Police: Suspects arrested in Phoenix patio furniture thefts

Posted at 3:27 PM, Oct 26, 2016
Two people accused of stealing patio furniture from outside north central Phoenix homes have been arrested.
Phoenix police say 34-year-old John Norris and 32-year-old Yvonne Romero are facing charges of theft and trafficking stolen property.
It was unclear Wednesday if either has an attorney yet.
They say Norris and Romero were in a pickup truck matching the one seen on surveillance video when they were arrested Tuesday.
Police say they were investigating more than 10 recent cases of thieves stealing patio furniture off residents' front porches.
They say Norris and Romero may be connected to 20 such cases.
Most of the thefts occurred between 10 p.m. and 4 a.m. 

"It's creepy, we saw some security footage of someone going up on someone's patio and just nonchalant, walking up there, picking it up and taking it off,” said Michele Hinz, a neighbor who saw the surveillance video of the theft on the NextDoor app, an online neighborhood watch tool.

Several other neighbors also saw the video, and when they did, they realized they weren't the only victims, according to police.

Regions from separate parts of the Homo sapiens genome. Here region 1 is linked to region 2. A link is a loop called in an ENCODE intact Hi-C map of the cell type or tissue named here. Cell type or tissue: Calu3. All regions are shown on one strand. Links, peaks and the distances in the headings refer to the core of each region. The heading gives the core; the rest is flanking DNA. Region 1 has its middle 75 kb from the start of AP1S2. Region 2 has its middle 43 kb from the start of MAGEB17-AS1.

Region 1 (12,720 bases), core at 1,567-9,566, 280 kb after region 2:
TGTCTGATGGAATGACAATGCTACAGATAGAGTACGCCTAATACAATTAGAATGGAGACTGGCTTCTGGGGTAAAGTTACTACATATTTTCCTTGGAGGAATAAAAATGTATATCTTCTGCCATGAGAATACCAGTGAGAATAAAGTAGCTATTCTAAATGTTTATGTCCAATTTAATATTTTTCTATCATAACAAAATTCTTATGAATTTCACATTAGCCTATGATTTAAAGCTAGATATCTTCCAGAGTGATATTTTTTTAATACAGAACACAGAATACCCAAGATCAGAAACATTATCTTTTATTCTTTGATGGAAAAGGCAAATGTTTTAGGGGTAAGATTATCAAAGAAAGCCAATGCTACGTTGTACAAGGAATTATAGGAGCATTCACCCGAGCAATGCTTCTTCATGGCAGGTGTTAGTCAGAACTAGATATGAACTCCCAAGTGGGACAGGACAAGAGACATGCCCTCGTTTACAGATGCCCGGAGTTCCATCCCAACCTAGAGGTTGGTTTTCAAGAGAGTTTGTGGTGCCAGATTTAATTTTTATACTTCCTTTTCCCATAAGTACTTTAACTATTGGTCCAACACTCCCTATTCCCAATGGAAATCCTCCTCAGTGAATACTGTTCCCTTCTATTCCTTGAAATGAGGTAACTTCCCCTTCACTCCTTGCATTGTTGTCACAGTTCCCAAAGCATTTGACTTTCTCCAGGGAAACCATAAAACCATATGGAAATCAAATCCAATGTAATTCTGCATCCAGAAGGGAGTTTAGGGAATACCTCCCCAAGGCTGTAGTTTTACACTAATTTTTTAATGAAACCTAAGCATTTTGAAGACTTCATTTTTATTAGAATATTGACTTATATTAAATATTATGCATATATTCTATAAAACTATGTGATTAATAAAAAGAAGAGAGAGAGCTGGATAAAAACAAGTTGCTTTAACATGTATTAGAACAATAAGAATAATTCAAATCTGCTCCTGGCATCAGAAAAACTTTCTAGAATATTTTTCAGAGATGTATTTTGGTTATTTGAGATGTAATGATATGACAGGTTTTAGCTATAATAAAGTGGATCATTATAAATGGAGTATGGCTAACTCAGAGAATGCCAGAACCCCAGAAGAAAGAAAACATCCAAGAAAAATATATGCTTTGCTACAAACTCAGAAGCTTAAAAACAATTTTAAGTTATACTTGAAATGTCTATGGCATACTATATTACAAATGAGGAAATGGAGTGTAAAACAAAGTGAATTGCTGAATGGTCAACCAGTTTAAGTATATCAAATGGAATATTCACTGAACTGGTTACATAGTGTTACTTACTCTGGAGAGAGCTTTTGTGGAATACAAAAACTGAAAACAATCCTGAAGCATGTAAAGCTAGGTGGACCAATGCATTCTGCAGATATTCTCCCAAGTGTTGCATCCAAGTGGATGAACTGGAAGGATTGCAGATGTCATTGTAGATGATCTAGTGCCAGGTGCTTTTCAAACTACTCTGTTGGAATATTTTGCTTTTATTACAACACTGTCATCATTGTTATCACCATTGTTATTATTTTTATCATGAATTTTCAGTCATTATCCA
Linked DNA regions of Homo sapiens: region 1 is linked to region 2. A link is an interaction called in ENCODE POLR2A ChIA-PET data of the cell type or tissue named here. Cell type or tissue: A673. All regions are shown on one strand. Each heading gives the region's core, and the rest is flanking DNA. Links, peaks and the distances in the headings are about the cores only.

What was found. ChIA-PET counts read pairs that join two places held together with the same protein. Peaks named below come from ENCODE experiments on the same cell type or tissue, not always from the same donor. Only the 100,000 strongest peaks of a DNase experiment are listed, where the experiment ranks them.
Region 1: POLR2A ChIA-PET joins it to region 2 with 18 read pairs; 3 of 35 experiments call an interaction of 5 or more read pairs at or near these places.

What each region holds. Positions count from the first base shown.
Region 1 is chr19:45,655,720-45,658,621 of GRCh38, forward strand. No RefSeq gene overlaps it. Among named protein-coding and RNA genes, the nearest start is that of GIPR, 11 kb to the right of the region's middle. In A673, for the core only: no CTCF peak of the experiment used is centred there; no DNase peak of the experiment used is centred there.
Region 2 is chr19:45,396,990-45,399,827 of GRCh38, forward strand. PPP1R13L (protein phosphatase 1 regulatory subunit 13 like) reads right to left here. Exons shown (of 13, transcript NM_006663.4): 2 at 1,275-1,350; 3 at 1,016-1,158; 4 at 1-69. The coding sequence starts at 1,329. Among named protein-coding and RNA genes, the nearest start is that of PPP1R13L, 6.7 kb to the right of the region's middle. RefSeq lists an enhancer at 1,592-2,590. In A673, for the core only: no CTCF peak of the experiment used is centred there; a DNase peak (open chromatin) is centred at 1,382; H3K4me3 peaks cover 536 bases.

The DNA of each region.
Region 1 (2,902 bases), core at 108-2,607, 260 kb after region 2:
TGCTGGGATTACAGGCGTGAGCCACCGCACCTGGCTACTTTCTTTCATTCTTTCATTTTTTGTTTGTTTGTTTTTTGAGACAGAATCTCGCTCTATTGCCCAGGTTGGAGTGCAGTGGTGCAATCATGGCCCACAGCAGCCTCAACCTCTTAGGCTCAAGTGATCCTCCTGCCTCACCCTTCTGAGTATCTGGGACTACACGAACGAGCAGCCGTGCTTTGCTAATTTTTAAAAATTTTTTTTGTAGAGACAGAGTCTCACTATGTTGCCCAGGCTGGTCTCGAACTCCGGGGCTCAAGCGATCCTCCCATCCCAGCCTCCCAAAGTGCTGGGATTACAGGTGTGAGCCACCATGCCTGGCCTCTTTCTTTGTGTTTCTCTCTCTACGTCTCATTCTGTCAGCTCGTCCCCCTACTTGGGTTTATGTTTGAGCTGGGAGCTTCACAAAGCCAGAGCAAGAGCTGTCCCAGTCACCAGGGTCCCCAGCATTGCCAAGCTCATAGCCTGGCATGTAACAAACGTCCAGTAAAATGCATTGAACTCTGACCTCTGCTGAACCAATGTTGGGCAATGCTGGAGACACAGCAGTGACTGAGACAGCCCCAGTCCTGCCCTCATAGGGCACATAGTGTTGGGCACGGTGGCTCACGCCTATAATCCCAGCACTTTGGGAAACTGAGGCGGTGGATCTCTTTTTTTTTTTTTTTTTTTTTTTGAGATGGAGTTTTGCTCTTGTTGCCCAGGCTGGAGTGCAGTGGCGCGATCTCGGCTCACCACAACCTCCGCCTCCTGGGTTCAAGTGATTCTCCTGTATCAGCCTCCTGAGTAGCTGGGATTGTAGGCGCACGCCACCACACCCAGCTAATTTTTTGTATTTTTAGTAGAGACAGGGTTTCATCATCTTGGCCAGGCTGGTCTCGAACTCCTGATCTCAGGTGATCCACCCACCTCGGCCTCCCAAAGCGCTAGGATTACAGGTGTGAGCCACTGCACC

One woman even found her stolen property online.

Neighbors are taking notice and taking action.

"If you're missing anything go on Craigslist, SwapMeet, and all those OfferUp apps,” Hinz said.

These sites are helping out police, too. In this case technology and social media lead police to find the pair in the security video.

"I just refinished my little antiques, I had my husband chain it up,” Hinz said on what she’s doing differently after becoming aware of the crimes.

Her security cameras and motion-activated lights are also helping prevent these crimes of opportunity.

Police say no technology will replace officers, but it's helping them investigate some of these lower-priority calls.

"Having those boots on the ground and people looking in their neighborhood is always going to be important, but the old block watch scheme as it was first come up with in the 70s or 80s is evolving,” said Lieutenant Paul Taylor with the Phoenix Police Department.